Wednesday, December 21, 2011

Surprise - Parshat Miketz

I love surprise parties, but never have I ever been to one as prolonged as the one in this week's portion, Parshat Miketz. Joseph’s brothers come to Egypt seeking relief from the famine, and Joseph, who is in charge of food rationing, recognizes them immediately. But they don’t recognize him. It will be quite a while before he reveals his identity to them - hey it’s me brother Joe.

Joseph first wants to see if they have changed since they threw him in the pit and devises an elaborate plan to test their loyalty to one another. He accuses them of being spies and says that the only way they can prove otherwise is to leave their brother Shimon behind as collateral and bring their brother Benjamin back to Egypt.

With a heavy heart the brothers return to their father with bags of grain. Jacob is livid when he learns that they want to bring his youngest and beloved son Benjamin back to Egypt - and they are all upset when they discover that the money they paid for the grain was returned to their sacks. Not that they don't like free things, but they don't want to get accused of stealing on top of the spying accusation.

While their father tries to stall their return to Egypt, the provisions eventually run out and they have no choice but to return.  Judah promises to be personally responsible for Benjamin’s welfare and Jacob consent to send Benjamin with them. Jacob also sends them with double the money they first went with as well as some gifts to win Joseph’s favor, including honey, pistachio nuts and almonds.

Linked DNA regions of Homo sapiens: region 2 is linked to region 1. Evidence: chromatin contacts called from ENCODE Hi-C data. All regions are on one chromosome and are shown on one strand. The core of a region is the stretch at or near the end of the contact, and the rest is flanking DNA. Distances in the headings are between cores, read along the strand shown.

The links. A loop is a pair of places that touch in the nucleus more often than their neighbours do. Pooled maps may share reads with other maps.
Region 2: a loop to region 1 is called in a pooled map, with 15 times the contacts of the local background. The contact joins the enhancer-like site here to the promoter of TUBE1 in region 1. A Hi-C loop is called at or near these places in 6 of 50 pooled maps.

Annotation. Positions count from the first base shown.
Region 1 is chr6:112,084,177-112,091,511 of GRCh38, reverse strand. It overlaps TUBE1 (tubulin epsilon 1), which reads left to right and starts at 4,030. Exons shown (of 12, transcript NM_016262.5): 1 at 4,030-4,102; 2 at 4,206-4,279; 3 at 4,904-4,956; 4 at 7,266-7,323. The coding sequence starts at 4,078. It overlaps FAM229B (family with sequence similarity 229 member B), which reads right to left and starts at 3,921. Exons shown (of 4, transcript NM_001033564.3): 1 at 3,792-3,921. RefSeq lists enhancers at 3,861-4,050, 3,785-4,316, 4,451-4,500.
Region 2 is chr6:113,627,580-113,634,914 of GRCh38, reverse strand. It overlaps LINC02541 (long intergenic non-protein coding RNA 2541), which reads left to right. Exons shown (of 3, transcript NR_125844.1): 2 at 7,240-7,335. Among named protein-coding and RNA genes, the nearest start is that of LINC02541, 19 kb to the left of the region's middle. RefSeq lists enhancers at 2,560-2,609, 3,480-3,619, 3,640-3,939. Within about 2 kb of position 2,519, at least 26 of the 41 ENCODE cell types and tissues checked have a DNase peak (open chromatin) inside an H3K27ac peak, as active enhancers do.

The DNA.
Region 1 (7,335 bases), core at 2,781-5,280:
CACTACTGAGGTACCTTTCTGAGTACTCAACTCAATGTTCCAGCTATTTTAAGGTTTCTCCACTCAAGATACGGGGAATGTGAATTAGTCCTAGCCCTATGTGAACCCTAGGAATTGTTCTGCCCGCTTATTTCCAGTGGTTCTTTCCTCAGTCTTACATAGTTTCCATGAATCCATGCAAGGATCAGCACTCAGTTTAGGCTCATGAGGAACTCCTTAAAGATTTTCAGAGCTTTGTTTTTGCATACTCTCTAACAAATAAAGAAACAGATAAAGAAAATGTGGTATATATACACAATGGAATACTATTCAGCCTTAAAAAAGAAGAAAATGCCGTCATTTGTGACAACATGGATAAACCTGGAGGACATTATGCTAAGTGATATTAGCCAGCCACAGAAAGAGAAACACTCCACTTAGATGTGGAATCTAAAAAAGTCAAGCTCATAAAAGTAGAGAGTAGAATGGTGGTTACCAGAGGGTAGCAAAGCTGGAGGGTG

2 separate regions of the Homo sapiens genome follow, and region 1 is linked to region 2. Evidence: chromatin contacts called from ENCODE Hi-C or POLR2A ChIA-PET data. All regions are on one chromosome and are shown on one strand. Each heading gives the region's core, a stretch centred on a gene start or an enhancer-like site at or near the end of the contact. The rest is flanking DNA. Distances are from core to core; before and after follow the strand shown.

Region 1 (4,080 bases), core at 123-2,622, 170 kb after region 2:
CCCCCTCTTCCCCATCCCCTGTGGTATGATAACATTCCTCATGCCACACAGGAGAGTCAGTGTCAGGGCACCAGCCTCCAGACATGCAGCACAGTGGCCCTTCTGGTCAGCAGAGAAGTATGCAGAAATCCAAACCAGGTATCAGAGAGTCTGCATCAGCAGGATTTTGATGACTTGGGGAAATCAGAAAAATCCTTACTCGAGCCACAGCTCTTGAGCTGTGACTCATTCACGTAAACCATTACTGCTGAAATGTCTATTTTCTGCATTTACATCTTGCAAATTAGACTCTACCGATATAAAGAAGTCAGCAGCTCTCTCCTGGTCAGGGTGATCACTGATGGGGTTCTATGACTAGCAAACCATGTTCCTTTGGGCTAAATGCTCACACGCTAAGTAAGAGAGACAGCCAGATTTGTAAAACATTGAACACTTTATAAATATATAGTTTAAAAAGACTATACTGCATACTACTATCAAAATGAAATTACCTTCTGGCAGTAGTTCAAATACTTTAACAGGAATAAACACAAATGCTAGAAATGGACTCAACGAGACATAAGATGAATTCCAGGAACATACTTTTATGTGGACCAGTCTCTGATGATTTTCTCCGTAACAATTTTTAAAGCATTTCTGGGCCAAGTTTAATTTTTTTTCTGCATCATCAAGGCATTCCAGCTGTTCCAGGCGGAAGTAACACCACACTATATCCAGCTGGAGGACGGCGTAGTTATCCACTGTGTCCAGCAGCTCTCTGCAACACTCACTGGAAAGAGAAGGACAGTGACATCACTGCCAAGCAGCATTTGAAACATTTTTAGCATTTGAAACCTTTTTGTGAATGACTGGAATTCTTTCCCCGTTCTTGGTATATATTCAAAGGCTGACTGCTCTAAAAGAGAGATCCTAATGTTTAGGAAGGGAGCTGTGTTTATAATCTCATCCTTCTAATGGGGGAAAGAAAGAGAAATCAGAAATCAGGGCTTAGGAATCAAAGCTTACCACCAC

Once back in Egypt the brothers get invited to Joseph’s home for a meal. This makes them a little uneasy - wondering if they are walking into a trap that is meant to be retribution for not paying for their goods. But Joseph’s butler assures them that all has been paid for and is well. Joseph is so overwhelmed to be united with his little brother Benjamin and to hear good news of his father’s health that he almost spills the surprise then and there. But he has yet to be convinced of any change in the brothers so he holds off for a bit longer.

In the final phase of his plan Joseph has his butler slip an expensive goblet into Benjamin’s bag and when the brothers leave Egypt the next morning his servants chase after them and accuse them of stealing their master’s cup. Of course the brothers deny any wrong doing, but when the cup is discovered in the bag of Benjamin they're all dragged back to Joseph’s home where he confronts them again.

Judah takes responsibility for the crime and pleads with Joseph not to hold one of them responsible but to detain them as an entire group. Joseph pushes back and says he is not that tyrannical, he will only exact punishment on Benjamin since he stole the cup. The portion ends with a cliff hanger - Judah's response doesn't come until next week’s portion. So you'll have to wait a week to find out how Joseph finally does reveal his identity : )

The gifts that the brothers bring are the essential ingredients for nougat - a sweet, creamy, fluffy, chewy white confection that can easily be made into airy ice cream.

Nougat Ice Cream with Honey, Pistachios and Almonds
This dish, adapted from this Epicurious recipe, is more like a fluffy frozen confection than a solid ice cream. Picture less dense, less sticky marshmallow fluff studded with toasted nuts. It is made in four easy steps and doesn't even require an ice cream maker (only 4 hours of patience while it hardens in your freezer).